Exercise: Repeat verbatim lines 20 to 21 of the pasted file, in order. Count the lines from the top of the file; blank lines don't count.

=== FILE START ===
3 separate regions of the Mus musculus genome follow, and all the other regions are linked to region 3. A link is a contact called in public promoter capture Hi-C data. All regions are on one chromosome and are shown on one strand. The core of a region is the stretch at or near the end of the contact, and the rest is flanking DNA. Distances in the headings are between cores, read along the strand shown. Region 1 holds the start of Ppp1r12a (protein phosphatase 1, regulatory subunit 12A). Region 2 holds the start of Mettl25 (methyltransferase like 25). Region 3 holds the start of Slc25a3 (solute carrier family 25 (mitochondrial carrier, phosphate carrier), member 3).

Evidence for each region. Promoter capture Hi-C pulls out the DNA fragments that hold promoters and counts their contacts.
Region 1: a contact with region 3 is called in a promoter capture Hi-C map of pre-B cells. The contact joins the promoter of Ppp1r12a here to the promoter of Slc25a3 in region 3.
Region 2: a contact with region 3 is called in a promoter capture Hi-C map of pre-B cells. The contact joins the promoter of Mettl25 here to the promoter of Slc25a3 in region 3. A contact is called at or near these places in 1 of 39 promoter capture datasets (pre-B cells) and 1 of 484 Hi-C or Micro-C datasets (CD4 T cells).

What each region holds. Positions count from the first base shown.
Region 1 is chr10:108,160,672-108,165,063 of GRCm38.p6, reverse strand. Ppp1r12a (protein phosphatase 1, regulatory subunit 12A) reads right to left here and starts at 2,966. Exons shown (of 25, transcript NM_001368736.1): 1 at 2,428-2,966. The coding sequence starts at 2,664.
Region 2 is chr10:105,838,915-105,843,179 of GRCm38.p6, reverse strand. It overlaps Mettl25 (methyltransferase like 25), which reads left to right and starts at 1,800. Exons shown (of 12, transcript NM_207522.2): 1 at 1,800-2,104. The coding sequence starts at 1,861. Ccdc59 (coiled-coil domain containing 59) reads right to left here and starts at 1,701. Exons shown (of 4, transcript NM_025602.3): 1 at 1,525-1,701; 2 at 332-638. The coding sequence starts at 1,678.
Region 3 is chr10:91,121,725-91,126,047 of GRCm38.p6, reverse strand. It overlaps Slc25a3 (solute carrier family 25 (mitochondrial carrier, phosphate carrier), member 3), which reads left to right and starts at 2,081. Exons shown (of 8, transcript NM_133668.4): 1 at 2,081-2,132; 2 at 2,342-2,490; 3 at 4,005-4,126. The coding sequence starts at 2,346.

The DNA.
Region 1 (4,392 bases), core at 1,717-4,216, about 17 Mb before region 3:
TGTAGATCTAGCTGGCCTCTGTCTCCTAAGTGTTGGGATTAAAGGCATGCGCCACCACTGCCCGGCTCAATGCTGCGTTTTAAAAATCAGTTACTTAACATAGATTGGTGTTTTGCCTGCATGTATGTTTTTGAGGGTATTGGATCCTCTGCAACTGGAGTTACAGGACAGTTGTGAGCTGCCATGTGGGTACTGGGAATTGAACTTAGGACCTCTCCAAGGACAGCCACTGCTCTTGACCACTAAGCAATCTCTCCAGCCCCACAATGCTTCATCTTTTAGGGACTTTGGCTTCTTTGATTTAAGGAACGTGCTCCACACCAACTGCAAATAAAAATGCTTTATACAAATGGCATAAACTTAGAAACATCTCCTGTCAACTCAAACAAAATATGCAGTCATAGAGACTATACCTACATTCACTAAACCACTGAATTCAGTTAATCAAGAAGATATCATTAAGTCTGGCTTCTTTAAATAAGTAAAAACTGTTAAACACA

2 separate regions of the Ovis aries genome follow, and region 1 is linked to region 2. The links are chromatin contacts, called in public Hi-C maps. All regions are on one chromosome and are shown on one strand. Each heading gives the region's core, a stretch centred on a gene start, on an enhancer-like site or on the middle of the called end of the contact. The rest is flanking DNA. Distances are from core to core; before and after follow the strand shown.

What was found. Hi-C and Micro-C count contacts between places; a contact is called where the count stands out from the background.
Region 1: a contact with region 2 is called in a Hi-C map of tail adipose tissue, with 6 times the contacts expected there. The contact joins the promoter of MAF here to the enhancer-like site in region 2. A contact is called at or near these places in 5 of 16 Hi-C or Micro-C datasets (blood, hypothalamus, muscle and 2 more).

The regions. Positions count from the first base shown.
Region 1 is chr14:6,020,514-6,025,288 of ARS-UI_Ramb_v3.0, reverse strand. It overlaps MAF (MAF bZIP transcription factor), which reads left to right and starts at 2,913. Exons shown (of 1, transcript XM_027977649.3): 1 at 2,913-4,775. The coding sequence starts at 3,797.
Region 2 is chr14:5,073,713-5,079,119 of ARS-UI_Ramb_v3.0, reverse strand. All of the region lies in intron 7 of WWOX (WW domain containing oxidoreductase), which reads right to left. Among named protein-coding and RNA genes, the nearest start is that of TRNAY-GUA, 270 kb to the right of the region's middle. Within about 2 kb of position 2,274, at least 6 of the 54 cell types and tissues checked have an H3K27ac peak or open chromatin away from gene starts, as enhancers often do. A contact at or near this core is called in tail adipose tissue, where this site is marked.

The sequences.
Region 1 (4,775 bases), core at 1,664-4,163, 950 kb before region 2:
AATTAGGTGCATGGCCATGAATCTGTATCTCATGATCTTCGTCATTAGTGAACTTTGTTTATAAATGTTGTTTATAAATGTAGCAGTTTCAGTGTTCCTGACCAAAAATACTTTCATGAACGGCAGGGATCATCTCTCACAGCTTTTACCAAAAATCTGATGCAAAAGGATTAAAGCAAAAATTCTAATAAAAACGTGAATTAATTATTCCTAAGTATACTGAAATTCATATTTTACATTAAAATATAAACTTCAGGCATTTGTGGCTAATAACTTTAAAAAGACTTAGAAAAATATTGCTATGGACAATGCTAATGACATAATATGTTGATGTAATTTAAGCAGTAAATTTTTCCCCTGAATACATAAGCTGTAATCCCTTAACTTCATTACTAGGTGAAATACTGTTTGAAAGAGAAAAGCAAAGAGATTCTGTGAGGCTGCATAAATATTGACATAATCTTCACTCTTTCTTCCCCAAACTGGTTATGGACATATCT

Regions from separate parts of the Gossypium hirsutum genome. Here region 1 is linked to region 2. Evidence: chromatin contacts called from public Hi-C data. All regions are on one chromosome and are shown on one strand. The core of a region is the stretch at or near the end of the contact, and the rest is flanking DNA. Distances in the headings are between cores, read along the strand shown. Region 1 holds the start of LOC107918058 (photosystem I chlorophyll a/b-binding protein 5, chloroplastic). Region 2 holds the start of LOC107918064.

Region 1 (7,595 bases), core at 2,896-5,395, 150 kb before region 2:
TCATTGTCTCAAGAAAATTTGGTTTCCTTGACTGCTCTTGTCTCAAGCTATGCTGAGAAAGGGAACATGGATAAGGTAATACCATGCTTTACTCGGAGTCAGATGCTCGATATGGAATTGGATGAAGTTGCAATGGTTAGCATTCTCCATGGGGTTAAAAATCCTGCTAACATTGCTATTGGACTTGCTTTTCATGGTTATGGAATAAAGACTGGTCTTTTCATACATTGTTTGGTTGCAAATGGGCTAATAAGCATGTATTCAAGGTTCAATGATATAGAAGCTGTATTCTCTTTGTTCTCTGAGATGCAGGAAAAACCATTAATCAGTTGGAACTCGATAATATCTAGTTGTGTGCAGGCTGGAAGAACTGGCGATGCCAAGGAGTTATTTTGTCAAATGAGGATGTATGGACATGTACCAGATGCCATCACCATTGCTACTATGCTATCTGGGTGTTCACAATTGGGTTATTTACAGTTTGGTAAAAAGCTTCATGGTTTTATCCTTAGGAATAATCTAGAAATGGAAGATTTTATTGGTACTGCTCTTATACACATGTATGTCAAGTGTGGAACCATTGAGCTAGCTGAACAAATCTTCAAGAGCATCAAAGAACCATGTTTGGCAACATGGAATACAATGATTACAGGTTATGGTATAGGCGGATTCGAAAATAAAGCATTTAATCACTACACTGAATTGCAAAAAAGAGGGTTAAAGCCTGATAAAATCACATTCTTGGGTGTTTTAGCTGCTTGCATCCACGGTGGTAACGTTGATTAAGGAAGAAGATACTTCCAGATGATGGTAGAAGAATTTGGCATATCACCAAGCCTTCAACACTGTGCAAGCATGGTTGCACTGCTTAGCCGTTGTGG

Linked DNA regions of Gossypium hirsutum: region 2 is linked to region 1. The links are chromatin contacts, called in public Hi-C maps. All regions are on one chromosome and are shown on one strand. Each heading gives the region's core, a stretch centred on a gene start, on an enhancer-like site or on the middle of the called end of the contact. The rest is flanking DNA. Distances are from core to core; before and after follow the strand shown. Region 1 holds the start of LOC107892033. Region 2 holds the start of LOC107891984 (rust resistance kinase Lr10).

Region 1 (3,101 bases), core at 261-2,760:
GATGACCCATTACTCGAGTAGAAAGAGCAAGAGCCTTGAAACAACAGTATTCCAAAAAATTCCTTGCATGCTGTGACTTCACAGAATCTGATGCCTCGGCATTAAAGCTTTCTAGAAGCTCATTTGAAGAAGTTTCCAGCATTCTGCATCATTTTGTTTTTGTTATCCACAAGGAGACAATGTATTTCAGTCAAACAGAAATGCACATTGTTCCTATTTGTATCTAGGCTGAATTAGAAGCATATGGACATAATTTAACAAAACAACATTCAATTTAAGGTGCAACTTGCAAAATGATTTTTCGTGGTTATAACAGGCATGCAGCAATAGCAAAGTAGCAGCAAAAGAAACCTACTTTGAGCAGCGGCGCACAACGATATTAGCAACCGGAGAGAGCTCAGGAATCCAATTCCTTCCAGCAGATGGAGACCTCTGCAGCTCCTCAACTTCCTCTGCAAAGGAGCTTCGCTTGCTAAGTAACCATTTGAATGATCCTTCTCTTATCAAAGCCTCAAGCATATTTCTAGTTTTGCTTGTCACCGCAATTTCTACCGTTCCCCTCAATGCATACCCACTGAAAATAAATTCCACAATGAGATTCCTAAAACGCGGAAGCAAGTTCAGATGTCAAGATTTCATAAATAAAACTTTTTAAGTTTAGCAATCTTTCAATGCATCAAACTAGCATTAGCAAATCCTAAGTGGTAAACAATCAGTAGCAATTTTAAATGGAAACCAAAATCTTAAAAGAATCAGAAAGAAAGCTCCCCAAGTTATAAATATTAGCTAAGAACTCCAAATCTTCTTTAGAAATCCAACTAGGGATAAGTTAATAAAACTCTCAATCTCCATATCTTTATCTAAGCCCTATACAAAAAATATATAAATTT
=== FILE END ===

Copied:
AATTAGGTGCATGGCCATGAATCTGTATCTCATGATCTTCGTCATTAGTGAACTTTGTTTATAAATGTTGTTTATAAATGTAGCAGTTTCAGTGTTCCTGACCAAAAATACTTTCATGAACGGCAGGGATCATCTCTCACAGCTTTTACCAAAAATCTGATGCAAAAGGATTAAAGCAAAAATTCTAATAAAAACGTGAATTAATTATTCCTAAGTATACTGAAATTCATATTTTACATTAAAATATAAACTTCAGGCATTTGTGGCTAATAACTTTAAAAAGACTTAGAAAAATATTGCTATGGACAATGCTAATGACATAATATGTTGATGTAATTTAAGCAGTAAATTTTTCCCCTGAATACATAAGCTGTAATCCCTTAACTTCATTACTAGGTGAAATACTGTTTGAAAGAGAAAAGCAAAGAGATTCTGTGAGGCTGCATAAATATTGACATAATCTTCACTCTTTCTTCCCCAAACTGGTTATGGACATATCT

Regions from separate parts of the Gossypium hirsutum genome. Here region 1 is linked to region 2. Evidence: chromatin contacts called from public Hi-C data. All regions are on one chromosome and are shown on one strand. The core of a region is the stretch at or near the end of the contact, and the rest is flanking DNA. Distances in the headings are between cores, read along the strand shown. Region 1 holds the start of LOC107918058 (photosystem I chlorophyll a/b-binding protein 5, chloroplastic). Region 2 holds the start of LOC107918064.